EW: What do you hope that audiences come away with at the end of the series, other than just enjoying it?
HT: At the very minimum we would hope that they would want more and that it would draw them in, whether it's through the Indian cultural angle or through another angle, to explore for themselves. At the highest level, I would hope that this would open people up to understanding other cultures. You know, we all think we're not biased, but no matter how progressive you are, there is bias, even if it's just in your body language. Can we at least be aware of our bias as a starting point, and once aware of that bias be able to control it or reason with it, and therefore to change? That's kind of a high-level goal that would take many, many years.
AR: You're going to have traditional Indian classical fans in the audience and you're going to have Cuban music fans in the audience and they're all going to be sitting next to each other. We want to see those folks get together, get to know each other, see the music onstage, and see everybody collaborating and be like, man, this is cool.
MD: And space for conversation is built into the evening. After each show DJ Shishi will keep the vibe going and there will be time to mingle, so people can talk, discuss, digest. There will also be a visual element to these shows. We want to make it a multimedia presentation and showcase Indian art of all disciplines, so Nitin Mukul will be doing original video art—beautiful abstract art—for the first performance on September 8.
EW: What is it about music that makes it such a powerful way to cross barriers?
AR: I think music is like a direct line to emotion. You don't have to think about the words, translate the words, figure out what they mean, what was the motive behind it—none of those things matter. It is what it is. I think it goes directly to the core of the way somebody's going to feel. Maybe that's why music can be so powerful and can reach across all boundaries.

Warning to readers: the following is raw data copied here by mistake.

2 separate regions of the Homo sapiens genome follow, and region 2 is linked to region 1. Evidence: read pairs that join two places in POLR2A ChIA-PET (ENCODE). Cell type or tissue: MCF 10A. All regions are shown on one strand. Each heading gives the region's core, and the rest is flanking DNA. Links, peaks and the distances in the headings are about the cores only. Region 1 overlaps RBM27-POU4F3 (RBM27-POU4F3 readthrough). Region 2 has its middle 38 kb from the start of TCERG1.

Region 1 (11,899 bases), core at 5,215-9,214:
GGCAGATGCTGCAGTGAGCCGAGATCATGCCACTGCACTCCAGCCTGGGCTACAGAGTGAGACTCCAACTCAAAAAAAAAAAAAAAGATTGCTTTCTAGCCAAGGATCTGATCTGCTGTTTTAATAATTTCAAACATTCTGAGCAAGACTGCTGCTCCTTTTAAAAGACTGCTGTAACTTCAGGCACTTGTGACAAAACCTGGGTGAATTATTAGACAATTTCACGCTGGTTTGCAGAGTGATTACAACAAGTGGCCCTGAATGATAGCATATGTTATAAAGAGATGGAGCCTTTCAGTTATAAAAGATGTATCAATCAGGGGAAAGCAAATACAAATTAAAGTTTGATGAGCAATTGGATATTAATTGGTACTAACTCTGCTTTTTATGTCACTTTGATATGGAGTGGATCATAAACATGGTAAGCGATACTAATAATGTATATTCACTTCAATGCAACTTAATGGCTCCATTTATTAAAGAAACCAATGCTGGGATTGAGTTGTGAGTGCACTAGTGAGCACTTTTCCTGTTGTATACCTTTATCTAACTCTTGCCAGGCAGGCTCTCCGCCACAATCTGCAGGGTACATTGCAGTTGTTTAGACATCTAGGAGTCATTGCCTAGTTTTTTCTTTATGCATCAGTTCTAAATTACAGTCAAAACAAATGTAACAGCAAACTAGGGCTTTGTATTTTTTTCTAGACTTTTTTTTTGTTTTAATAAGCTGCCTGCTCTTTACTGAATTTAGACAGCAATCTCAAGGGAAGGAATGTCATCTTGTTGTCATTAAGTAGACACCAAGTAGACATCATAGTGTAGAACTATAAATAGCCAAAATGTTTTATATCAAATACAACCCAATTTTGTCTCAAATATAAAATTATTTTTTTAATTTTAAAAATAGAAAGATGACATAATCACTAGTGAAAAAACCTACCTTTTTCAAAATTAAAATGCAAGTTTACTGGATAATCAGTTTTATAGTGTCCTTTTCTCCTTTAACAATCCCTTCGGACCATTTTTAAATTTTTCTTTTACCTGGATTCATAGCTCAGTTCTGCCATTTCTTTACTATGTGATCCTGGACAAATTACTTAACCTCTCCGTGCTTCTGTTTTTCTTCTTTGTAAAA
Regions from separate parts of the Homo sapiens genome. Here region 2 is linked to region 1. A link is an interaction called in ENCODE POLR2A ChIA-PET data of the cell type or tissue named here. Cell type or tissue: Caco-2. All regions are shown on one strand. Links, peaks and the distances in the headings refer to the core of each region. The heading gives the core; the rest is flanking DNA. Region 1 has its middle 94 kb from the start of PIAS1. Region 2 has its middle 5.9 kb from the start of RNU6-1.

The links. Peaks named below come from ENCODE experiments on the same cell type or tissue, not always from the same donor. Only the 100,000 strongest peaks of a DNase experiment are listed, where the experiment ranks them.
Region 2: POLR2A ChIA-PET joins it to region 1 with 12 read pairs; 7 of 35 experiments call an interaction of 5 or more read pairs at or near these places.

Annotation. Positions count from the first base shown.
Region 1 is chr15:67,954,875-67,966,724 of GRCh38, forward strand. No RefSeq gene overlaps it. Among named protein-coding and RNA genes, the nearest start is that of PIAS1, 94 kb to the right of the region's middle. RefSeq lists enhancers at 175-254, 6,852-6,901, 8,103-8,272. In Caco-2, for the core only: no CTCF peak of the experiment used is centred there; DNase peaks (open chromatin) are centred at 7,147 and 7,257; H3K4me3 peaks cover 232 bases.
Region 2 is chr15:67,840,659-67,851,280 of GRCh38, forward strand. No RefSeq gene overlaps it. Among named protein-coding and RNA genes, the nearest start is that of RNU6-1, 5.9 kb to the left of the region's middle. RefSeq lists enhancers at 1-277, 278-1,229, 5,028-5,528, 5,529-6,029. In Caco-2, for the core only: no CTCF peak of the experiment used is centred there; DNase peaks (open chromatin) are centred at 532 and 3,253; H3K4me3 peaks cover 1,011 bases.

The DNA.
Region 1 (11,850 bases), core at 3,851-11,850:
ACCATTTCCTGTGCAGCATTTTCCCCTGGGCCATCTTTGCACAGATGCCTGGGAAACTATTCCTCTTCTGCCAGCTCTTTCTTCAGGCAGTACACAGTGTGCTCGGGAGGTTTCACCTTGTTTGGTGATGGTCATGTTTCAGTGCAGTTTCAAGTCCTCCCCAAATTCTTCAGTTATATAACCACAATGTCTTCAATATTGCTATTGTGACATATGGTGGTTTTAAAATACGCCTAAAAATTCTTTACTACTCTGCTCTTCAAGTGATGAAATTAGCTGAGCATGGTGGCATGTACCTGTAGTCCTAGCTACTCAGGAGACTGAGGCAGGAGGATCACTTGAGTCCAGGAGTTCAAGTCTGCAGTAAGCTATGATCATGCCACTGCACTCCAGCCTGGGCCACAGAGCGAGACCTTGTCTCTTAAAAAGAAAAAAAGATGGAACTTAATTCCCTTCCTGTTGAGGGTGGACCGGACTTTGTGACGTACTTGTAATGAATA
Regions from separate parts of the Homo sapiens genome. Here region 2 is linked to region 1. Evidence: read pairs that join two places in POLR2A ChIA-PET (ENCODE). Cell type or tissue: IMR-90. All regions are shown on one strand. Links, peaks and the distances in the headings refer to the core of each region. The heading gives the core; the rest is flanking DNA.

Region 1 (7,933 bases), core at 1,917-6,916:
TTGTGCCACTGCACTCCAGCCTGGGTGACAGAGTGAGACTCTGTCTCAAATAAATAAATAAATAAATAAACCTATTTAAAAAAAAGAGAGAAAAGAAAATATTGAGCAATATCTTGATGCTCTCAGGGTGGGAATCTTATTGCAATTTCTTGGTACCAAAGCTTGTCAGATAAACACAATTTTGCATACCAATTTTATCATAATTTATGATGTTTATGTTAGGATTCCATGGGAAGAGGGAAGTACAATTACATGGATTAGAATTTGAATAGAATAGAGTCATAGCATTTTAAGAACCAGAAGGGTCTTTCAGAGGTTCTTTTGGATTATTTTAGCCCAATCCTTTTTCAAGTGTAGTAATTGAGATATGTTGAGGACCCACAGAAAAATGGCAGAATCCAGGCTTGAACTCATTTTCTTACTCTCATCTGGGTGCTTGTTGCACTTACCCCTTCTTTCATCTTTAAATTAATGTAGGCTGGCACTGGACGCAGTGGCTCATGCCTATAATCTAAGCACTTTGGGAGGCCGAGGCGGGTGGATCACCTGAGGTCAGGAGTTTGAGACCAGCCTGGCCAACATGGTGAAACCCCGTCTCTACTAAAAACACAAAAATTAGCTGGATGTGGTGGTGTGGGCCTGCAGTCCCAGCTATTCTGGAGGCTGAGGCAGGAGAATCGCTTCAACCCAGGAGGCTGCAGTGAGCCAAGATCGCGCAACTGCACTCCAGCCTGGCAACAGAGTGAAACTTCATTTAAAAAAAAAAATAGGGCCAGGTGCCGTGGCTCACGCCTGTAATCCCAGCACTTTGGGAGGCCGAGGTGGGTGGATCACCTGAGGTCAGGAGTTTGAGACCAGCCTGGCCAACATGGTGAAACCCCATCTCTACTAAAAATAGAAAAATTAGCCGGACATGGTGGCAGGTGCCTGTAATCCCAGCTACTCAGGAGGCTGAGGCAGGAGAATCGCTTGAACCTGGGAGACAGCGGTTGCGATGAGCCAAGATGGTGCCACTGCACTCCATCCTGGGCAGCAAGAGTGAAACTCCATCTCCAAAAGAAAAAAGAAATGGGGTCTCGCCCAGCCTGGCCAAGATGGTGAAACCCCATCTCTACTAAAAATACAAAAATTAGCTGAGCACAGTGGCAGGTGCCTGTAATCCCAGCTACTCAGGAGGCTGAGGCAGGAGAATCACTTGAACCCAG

MD: It's something you feel in the back of your throat and in your stomach. It's supremely physical and overwhelming. You can show up and it just floods you. It is something beyond words.
About the Organizers
Hans Taparia has spent most of his career as an entrepreneur. He was a co-founder of Tasty Bite, one of America's leading health food brands and the country's largest Asian and Indian meals brand. He is also a co-founder of Tejas Networks, a leading optical networking technology company that went public earlier this year. Hans is also currently a clinical assistant professor at the NYU Stern School of Business and sits on several nonprofit boards. He has a Bachelor's of Science degree from the Massachusetts Institute of Technology.
Meera Dugal is the Programming Manager for the David Rubenstein Atrium at Lincoln Center. Previously, she has worked with globalFEST, The National Jazz Museum in Harlem, The Jazz Gallery, and Iraqi-American musician Amir ElSaffar. She is a member of Women of Color in the Arts and serves on the Brooklyn Raga Massive Advisory Board. Outside of Lincoln Center, Meera is the manager of NYC-based Moroccan band Innov Gnawa and a contributing music expert to NYC cultural concierge platform What Should We Do?!
Arun Ramamurthy is a versatile violinist, composer educator and organizer based in Brooklyn, NY. A disciple of the celebrated Carnatic violinist brothers, Dr. Mysore Manjunath & Sri Mysore Nagaraj, Arun has become one of the country’s leading Indian Classical and crossover musicians. He has performed internationally in both traditional Carnatic and Hindustani settings as well as bridging genres with his own innovative projects. Arun is a co-founder and Artistic Director of Brooklyn Raga Massive, a collective of forward-thinking musicians rooted in and inspired by the classical music of India.
Eileen Willis is Editorial Director at Lincoln Center for the Performing Arts.